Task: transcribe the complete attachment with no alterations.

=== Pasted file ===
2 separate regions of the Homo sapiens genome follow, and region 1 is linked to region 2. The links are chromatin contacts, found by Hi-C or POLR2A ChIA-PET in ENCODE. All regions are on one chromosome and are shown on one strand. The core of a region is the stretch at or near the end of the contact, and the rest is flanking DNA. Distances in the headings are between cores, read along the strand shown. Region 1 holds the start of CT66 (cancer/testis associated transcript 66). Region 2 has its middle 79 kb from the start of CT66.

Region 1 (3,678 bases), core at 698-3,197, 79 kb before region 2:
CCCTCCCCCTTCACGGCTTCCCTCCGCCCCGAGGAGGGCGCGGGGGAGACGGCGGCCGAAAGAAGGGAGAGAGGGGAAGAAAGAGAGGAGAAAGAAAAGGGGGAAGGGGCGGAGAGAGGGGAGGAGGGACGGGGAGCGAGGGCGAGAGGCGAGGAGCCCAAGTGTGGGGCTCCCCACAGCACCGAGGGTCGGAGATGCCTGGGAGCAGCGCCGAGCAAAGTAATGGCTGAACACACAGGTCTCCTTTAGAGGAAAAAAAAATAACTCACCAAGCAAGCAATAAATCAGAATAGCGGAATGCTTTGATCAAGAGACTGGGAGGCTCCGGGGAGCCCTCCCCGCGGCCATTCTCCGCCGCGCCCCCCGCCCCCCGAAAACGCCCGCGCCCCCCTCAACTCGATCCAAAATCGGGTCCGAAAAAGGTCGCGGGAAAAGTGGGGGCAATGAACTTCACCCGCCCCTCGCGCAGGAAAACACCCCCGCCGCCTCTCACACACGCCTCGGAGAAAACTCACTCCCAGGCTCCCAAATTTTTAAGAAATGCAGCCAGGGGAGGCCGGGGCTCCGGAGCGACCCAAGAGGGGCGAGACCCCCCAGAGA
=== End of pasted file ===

2 separate regions of the Homo sapiens genome follow, and region 1 is linked to region 2. The links are chromatin contacts, found by Hi-C or POLR2A ChIA-PET in ENCODE. All regions are on one chromosome and are shown on one strand. The core of a region is the stretch at or near the end of the contact, and the rest is flanking DNA. Distances in the headings are between cores, read along the strand shown. Region 1 holds the start of CT66 (cancer/testis associated transcript 66). Region 2 has its middle 79 kb from the start of CT66.

Region 1 (3,678 bases), core at 698-3,197, 79 kb before region 2:
CCCTCCCCCTTCACGGCTTCCCTCCGCCCCGAGGAGGGCGCGGGGGAGACGGCGGCCGAAAGAAGGGAGAGAGGGGAAGAAAGAGAGGAGAAAGAAAAGGGGGAAGGGGCGGAGAGAGGGGAGGAGGGACGGGGAGCGAGGGCGAGAGGCGAGGAGCCCAAGTGTGGGGCTCCCCACAGCACCGAGGGTCGGAGATGCCTGGGAGCAGCGCCGAGCAAAGTAATGGCTGAACACACAGGTCTCCTTTAGAGGAAAAAAAAATAACTCACCAAGCAAGCAATAAATCAGAATAGCGGAATGCTTTGATCAAGAGACTGGGAGGCTCCGGGGAGCCCTCCCCGCGGCCATTCTCCGCCGCGCCCCCCGCCCCCCGAAAACGCCCGCGCCCCCCTCAACTCGATCCAAAATCGGGTCCGAAAAAGGTCGCGGGAAAAGTGGGGGCAATGAACTTCACCCGCCCCTCGCGCAGGAAAACACCCCCGCCGCCTCTCACACACGCCTCGGAGAAAACTCACTCCCAGGCTCCCAAATTTTTAAGAAATGCAGCCAGGGGAGGCCGGGGCTCCGGAGCGACCCAAGAGGGGCGAGACCCCCCAGAGA